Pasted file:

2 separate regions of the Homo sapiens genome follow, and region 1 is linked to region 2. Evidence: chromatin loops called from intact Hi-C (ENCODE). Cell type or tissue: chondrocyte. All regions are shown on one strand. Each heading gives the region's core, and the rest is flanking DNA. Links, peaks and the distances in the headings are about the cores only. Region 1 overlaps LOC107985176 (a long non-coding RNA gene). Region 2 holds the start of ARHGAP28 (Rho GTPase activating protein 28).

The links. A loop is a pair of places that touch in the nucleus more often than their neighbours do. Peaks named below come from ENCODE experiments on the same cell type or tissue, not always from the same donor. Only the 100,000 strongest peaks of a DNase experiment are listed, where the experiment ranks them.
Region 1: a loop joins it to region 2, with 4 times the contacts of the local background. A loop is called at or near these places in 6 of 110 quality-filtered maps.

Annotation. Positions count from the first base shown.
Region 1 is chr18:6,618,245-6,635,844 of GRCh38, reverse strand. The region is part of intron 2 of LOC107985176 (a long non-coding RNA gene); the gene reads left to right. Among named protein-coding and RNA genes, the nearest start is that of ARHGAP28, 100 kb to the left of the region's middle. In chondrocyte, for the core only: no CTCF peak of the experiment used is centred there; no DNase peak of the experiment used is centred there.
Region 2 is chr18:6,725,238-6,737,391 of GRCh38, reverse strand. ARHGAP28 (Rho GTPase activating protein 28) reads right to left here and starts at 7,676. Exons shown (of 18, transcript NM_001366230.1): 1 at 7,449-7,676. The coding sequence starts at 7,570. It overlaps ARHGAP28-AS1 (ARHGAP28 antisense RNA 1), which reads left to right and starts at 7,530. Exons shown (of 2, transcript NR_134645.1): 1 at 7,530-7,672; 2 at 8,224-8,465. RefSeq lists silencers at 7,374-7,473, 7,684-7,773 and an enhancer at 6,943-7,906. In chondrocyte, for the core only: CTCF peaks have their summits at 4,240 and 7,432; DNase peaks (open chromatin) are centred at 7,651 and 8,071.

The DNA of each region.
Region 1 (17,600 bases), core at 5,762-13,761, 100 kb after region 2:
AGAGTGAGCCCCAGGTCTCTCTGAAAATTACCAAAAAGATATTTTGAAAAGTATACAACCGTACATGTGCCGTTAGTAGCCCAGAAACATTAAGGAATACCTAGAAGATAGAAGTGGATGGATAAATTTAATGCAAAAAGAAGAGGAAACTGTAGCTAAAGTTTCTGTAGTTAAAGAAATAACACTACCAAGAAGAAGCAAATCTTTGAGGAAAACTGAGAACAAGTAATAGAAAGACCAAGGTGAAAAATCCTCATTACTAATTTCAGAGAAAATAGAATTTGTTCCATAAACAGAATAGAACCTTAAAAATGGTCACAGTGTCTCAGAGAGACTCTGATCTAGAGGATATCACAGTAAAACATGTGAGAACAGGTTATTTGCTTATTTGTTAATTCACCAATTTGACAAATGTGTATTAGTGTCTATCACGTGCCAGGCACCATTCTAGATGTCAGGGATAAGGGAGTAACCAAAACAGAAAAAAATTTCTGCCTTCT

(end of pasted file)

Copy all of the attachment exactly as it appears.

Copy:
2 separate regions of the Homo sapiens genome follow, and region 1 is linked to region 2. Evidence: chromatin loops called from intact Hi-C (ENCODE). Cell type or tissue: chondrocyte. All regions are shown on one strand. Each heading gives the region's core, and the rest is flanking DNA. Links, peaks and the distances in the headings are about the cores only. Region 1 overlaps LOC107985176 (a long non-coding RNA gene). Region 2 holds the start of ARHGAP28 (Rho GTPase activating protein 28).

The links. A loop is a pair of places that touch in the nucleus more often than their neighbours do. Peaks named below come from ENCODE experiments on the same cell type or tissue, not always from the same donor. Only the 100,000 strongest peaks of a DNase experiment are listed, where the experiment ranks them.
Region 1: a loop joins it to region 2, with 4 times the contacts of the local background. A loop is called at or near these places in 6 of 110 quality-filtered maps.

Annotation. Positions count from the first base shown.
Region 1 is chr18:6,618,245-6,635,844 of GRCh38, reverse strand. The region is part of intron 2 of LOC107985176 (a long non-coding RNA gene); the gene reads left to right. Among named protein-coding and RNA genes, the nearest start is that of ARHGAP28, 100 kb to the left of the region's middle. In chondrocyte, for the core only: no CTCF peak of the experiment used is centred there; no DNase peak of the experiment used is centred there.
Region 2 is chr18:6,725,238-6,737,391 of GRCh38, reverse strand. ARHGAP28 (Rho GTPase activating protein 28) reads right to left here and starts at 7,676. Exons shown (of 18, transcript NM_001366230.1): 1 at 7,449-7,676. The coding sequence starts at 7,570. It overlaps ARHGAP28-AS1 (ARHGAP28 antisense RNA 1), which reads left to right and starts at 7,530. Exons shown (of 2, transcript NR_134645.1): 1 at 7,530-7,672; 2 at 8,224-8,465. RefSeq lists silencers at 7,374-7,473, 7,684-7,773 and an enhancer at 6,943-7,906. In chondrocyte, for the core only: CTCF peaks have their summits at 4,240 and 7,432; DNase peaks (open chromatin) are centred at 7,651 and 8,071.

The DNA of each region.
Region 1 (17,600 bases), core at 5,762-13,761, 100 kb after region 2:
AGAGTGAGCCCCAGGTCTCTCTGAAAATTACCAAAAAGATATTTTGAAAAGTATACAACCGTACATGTGCCGTTAGTAGCCCAGAAACATTAAGGAATACCTAGAAGATAGAAGTGGATGGATAAATTTAATGCAAAAAGAAGAGGAAACTGTAGCTAAAGTTTCTGTAGTTAAAGAAATAACACTACCAAGAAGAAGCAAATCTTTGAGGAAAACTGAGAACAAGTAATAGAAAGACCAAGGTGAAAAATCCTCATTACTAATTTCAGAGAAAATAGAATTTGTTCCATAAACAGAATAGAACCTTAAAAATGGTCACAGTGTCTCAGAGAGACTCTGATCTAGAGGATATCACAGTAAAACATGTGAGAACAGGTTATTTGCTTATTTGTTAATTCACCAATTTGACAAATGTGTATTAGTGTCTATCACGTGCCAGGCACCATTCTAGATGTCAGGGATAAGGGAGTAACCAAAACAGAAAAAAATTTCTGCCTTCT